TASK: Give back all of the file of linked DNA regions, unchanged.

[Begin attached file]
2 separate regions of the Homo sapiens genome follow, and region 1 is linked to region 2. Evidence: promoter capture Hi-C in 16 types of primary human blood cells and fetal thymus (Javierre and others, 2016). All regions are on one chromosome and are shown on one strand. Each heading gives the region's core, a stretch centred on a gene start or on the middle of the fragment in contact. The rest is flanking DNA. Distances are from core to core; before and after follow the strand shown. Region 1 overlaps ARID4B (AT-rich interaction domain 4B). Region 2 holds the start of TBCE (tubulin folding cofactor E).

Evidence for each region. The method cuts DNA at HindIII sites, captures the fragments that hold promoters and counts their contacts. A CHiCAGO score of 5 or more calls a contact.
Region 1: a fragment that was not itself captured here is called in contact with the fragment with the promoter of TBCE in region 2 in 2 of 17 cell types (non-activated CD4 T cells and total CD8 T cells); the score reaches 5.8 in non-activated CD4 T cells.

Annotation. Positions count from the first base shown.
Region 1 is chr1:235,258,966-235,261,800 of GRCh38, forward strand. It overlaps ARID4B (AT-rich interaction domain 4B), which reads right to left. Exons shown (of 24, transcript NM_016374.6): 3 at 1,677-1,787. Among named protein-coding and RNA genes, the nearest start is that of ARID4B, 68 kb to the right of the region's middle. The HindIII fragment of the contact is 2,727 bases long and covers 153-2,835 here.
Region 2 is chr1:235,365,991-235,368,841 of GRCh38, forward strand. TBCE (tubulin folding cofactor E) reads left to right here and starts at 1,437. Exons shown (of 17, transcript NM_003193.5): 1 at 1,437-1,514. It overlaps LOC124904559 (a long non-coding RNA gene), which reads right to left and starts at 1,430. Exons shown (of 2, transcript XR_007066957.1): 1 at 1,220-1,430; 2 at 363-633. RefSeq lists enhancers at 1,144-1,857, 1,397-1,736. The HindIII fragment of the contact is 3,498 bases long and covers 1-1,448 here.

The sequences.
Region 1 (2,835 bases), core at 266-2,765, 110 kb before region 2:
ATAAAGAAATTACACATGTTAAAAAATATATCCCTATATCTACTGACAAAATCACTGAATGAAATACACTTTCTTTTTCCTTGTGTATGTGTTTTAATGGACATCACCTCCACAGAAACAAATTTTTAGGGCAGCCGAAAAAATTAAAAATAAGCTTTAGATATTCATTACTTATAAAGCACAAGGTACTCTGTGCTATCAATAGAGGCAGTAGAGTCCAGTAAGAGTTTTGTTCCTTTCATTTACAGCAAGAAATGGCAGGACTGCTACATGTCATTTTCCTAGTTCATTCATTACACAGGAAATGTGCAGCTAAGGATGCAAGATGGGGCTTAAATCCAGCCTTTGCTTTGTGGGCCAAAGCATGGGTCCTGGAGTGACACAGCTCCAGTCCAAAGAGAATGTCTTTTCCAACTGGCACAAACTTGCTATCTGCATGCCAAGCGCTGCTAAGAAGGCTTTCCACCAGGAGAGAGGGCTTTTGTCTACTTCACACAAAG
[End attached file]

2 separate regions of the Homo sapiens genome follow, and region 1 is linked to region 2. Evidence: promoter capture Hi-C in 16 types of primary human blood cells and fetal thymus (Javierre and others, 2016). All regions are on one chromosome and are shown on one strand. Each heading gives the region's core, a stretch centred on a gene start or on the middle of the fragment in contact. The rest is flanking DNA. Distances are from core to core; before and after follow the strand shown. Region 1 overlaps ARID4B (AT-rich interaction domain 4B). Region 2 holds the start of TBCE (tubulin folding cofactor E).

Evidence for each region. The method cuts DNA at HindIII sites, captures the fragments that hold promoters and counts their contacts. A CHiCAGO score of 5 or more calls a contact.
Region 1: a fragment that was not itself captured here is called in contact with the fragment with the promoter of TBCE in region 2 in 2 of 17 cell types (non-activated CD4 T cells and total CD8 T cells); the score reaches 5.8 in non-activated CD4 T cells.

Annotation. Positions count from the first base shown.
Region 1 is chr1:235,258,966-235,261,800 of GRCh38, forward strand. It overlaps ARID4B (AT-rich interaction domain 4B), which reads right to left. Exons shown (of 24, transcript NM_016374.6): 3 at 1,677-1,787. Among named protein-coding and RNA genes, the nearest start is that of ARID4B, 68 kb to the right of the region's middle. The HindIII fragment of the contact is 2,727 bases long and covers 153-2,835 here.
Region 2 is chr1:235,365,991-235,368,841 of GRCh38, forward strand. TBCE (tubulin folding cofactor E) reads left to right here and starts at 1,437. Exons shown (of 17, transcript NM_003193.5): 1 at 1,437-1,514. It overlaps LOC124904559 (a long non-coding RNA gene), which reads right to left and starts at 1,430. Exons shown (of 2, transcript XR_007066957.1): 1 at 1,220-1,430; 2 at 363-633. RefSeq lists enhancers at 1,144-1,857, 1,397-1,736. The HindIII fragment of the contact is 3,498 bases long and covers 1-1,448 here.

The sequences.
Region 1 (2,835 bases), core at 266-2,765, 110 kb before region 2:
ATAAAGAAATTACACATGTTAAAAAATATATCCCTATATCTACTGACAAAATCACTGAATGAAATACACTTTCTTTTTCCTTGTGTATGTGTTTTAATGGACATCACCTCCACAGAAACAAATTTTTAGGGCAGCCGAAAAAATTAAAAATAAGCTTTAGATATTCATTACTTATAAAGCACAAGGTACTCTGTGCTATCAATAGAGGCAGTAGAGTCCAGTAAGAGTTTTGTTCCTTTCATTTACAGCAAGAAATGGCAGGACTGCTACATGTCATTTTCCTAGTTCATTCATTACACAGGAAATGTGCAGCTAAGGATGCAAGATGGGGCTTAAATCCAGCCTTTGCTTTGTGGGCCAAAGCATGGGTCCTGGAGTGACACAGCTCCAGTCCAAAGAGAATGTCTTTTCCAACTGGCACAAACTTGCTATCTGCATGCCAAGCGCTGCTAAGAAGGCTTTCCACCAGGAGAGAGGGCTTTTGTCTACTTCACACAAAG